WaterAid warns that without access to these basic amenities, men, women and children in Malawi will remain trapped in a cycle of poverty and disease, while being denied their basic human rights to safe drinking water and sanitation.

Financing Safe Water and Sanitation Mercy Masoo says about $386 million is required annually to improve WASH access in the country.

He points out that looking at the investment being made in the WASH sector, the country will be able to deliver a community source of clean water within a 30-minute round trip to everyone by 2040.

“At this rate, universal access to water may be achieved by 2115 in Malawi. We all need to act now to get WASH to everyone, everywhere by 2030,” she says.
Community Involvement

It is one thing sensitizing the community and another thing having the community to buy into the idea and take initiatives on their own towards solving a challenge.

Thus, it was comforting to hear Tradition (T/A) Anderson Machinjiri in Blantyre, calling for stringent actions to be taken by his subject to immediately address the issue.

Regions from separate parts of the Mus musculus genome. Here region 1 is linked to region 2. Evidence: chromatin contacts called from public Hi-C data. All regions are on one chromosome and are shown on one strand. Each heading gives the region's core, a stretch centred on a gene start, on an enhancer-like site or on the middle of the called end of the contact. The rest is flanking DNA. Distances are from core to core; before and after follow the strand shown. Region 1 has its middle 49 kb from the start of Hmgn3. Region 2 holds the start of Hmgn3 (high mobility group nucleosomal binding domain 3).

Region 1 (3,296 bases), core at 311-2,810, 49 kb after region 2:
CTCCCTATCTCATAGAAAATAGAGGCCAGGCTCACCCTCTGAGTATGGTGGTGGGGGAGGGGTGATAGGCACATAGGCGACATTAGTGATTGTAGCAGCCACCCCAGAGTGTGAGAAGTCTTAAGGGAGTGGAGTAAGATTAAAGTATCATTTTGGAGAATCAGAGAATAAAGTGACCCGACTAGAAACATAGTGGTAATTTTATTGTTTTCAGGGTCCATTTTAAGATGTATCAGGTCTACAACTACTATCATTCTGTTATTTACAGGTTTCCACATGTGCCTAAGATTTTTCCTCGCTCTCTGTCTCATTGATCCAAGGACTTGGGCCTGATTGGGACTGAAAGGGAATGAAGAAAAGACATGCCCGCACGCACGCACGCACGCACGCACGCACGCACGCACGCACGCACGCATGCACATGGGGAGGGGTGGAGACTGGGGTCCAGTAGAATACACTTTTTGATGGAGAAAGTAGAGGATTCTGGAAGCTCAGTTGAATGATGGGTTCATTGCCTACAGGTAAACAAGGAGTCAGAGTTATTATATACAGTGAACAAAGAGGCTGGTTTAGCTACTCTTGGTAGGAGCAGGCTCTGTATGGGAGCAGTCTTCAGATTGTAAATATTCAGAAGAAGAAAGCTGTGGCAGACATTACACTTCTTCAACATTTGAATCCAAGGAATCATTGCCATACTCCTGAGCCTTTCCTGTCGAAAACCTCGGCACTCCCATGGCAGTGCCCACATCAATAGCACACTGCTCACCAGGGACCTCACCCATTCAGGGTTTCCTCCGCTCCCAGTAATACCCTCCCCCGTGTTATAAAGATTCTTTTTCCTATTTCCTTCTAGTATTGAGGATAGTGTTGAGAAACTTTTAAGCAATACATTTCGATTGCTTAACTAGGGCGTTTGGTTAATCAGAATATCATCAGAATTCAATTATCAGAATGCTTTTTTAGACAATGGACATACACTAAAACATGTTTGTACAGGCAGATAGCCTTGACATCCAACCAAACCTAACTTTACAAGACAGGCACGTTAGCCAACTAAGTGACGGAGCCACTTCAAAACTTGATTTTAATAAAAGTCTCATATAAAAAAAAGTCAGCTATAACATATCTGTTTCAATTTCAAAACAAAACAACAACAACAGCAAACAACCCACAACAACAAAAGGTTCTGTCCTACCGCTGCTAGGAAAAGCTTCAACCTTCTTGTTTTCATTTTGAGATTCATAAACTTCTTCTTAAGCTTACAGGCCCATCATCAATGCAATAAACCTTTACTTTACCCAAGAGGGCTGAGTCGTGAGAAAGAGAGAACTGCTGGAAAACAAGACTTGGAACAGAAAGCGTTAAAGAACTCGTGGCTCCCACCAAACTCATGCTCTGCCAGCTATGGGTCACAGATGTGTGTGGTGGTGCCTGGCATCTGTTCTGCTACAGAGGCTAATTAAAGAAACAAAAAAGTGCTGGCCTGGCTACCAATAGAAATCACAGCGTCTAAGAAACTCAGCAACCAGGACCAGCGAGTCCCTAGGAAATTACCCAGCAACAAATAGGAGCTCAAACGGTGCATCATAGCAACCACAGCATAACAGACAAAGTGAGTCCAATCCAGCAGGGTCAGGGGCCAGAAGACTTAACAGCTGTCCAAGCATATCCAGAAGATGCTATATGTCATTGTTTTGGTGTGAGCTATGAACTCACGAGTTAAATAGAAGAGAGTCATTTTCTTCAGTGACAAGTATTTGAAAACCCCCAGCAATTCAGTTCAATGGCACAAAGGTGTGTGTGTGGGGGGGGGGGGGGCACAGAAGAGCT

He says stiffer punishment for people who dump refuse and other waste products into water bodies and open gutters is one of the ways the issue could be solved.

The Traditional Authority says his community has been faced with the challenge of ensuring the water body in their traditional jurisdiction is not polluted.

But he says the influence of individuals in higher authorities, most of whom are not directly affected by the consequences of water pollution in the area interferes with rules and regulations set to protect the source of water.

“People put both liquid and solid waste disposal into drains and water bodies and when you arrest them and take them to the police station they will call someone and will be released,” he says.